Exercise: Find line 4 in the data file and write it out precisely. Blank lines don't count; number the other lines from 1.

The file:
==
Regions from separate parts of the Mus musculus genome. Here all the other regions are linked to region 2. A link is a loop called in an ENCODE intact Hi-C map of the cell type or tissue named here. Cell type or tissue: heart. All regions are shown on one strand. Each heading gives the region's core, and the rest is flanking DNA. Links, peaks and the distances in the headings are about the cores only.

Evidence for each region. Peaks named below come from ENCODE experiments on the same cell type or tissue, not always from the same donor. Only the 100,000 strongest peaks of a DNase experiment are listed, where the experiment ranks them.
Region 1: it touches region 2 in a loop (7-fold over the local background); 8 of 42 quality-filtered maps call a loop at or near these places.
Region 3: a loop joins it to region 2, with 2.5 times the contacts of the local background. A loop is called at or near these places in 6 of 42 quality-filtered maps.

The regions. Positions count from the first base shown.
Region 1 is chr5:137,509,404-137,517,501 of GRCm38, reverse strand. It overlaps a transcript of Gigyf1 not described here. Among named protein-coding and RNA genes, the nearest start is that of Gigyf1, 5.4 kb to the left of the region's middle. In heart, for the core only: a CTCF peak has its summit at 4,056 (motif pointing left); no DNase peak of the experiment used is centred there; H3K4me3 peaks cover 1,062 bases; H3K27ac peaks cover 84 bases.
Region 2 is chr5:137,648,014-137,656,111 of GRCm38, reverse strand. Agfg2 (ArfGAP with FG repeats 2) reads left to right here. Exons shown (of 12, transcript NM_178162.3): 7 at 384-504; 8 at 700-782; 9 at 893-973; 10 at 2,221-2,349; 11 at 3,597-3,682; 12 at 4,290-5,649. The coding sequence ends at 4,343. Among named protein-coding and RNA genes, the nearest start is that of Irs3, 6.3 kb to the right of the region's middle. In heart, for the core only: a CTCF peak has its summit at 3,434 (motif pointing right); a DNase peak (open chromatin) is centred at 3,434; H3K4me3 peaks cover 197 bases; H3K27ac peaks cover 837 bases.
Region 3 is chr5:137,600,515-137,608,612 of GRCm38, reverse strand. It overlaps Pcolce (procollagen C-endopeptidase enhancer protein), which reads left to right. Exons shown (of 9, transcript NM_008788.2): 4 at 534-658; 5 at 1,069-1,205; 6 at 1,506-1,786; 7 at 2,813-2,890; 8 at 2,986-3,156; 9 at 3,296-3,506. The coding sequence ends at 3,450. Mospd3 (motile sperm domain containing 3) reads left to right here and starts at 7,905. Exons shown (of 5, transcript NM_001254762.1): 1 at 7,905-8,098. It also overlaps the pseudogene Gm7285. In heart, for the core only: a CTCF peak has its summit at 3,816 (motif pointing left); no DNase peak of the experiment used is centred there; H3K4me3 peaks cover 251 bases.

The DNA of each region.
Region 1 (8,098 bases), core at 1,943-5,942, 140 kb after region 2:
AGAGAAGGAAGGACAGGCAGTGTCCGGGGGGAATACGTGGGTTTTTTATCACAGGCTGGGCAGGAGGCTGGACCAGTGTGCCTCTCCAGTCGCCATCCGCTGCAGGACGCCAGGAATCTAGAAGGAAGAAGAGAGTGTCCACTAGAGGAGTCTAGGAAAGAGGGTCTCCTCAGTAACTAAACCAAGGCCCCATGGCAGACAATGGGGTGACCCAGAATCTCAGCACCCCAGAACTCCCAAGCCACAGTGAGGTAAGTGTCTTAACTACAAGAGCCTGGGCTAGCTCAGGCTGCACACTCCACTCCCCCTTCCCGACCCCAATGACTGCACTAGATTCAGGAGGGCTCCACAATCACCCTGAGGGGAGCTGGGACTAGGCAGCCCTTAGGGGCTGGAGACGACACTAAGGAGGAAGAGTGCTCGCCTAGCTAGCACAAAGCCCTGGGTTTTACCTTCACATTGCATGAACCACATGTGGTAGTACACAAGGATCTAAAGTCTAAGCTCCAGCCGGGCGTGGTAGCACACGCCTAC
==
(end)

Region 3: a loop joins it to region 2, with 2.5 times the contacts of the local background. A loop is called at or near these places in 6 of 42 quality-filtered maps.